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Rebecca – Interview with Leslie Travers

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Read more on Rebecca – Interview with Leslie Travers from the Kneehigh Cookbook archive.

Is this the first show you have designed for Emma Rice?

I have never worked with Emma before but I have seen lots of her work with Kneehigh. I love the way she works and the techniques that she has developed with Kneehigh. They are an extremely visual company that uses lots of storytelling in their visual landscape. They have a very unique way of bringing images together. There is a really strong sense of storytelling in their work and, as a designer, it really appeals to me. As they create settings they are very careful about the choices of elements they use; they create atmosphere through the use of space. I have always been drawn to them.

I’m very excited as I do a lot of opera work for big international houses and big spaces that often require [a] big scenic element, so it’s exciting to work in a different way and be allowed to bring some of my world into the Kneehigh/Emma Rice experience.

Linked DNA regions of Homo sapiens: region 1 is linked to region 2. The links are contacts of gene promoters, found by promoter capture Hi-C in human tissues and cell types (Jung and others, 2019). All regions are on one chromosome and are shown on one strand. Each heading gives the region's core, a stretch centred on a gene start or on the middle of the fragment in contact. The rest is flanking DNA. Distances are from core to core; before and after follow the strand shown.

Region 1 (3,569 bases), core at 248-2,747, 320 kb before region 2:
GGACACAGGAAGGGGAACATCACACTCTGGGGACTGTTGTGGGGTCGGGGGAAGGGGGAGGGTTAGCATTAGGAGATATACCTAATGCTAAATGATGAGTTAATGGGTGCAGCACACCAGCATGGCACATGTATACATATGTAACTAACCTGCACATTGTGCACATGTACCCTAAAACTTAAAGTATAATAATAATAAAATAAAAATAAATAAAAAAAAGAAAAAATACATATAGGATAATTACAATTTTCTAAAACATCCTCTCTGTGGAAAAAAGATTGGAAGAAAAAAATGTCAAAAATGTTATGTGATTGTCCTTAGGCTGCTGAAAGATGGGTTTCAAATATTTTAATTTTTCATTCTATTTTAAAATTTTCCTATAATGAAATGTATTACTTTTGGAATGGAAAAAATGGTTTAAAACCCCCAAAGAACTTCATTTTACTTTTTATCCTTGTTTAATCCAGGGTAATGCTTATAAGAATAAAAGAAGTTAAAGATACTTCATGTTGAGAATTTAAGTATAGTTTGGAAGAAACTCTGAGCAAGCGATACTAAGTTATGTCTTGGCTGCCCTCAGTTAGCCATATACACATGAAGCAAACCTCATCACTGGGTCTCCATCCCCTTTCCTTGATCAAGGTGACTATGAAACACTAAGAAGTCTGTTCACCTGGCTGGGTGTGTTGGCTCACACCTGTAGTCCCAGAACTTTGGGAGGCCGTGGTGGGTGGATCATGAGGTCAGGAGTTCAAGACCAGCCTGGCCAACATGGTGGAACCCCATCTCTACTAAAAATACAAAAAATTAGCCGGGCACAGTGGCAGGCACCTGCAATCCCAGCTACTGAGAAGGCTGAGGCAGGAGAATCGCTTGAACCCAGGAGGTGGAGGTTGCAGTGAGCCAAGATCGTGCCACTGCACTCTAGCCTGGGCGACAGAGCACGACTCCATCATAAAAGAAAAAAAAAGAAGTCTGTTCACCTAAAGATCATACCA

Tell us about the design process.

It all started last summer on an overnight sleeper train from London to Cornwall, arriving at dawn at St Austell. I remember waking up and seeing the Tamar River and valley full of boats and water. That was the point when I started working on the piece.

We jumped into workshops with actors, so we would spend days trying things out with the script, talking it through in a very organic way. I could have easily felt like an observer but Emma’s process does not allow for sitting on the sidelines, so I was very involved with the show. The show is constantly being refined and new ideas are always been tried out.

The Theatre Royal Plymouth has started building the set today. Some things have been decided, however new and exciting ideas will continue to come out of the rehearsals.

What challenges have you faced in designing this show?

All good design is about challenges and about tackling them. We need to tell the story in the right way and ensure that the creative world has cohesion. My time in Cornwall has strongly influenced the work as it reflects the landscape of the story. The workshop period was the key time and I was able to speak with Emma Rice alone and discuss what I had seen that day.

What has inspired you to create the designs?

Although the production is very filmic it has nothing to do with the film and is very much based on the book. Emma (Rice) has gone through the book again and again and created her own multi-location story. It moves around in very dramatic places and the way we create these locations will, I hope, be very surprising.

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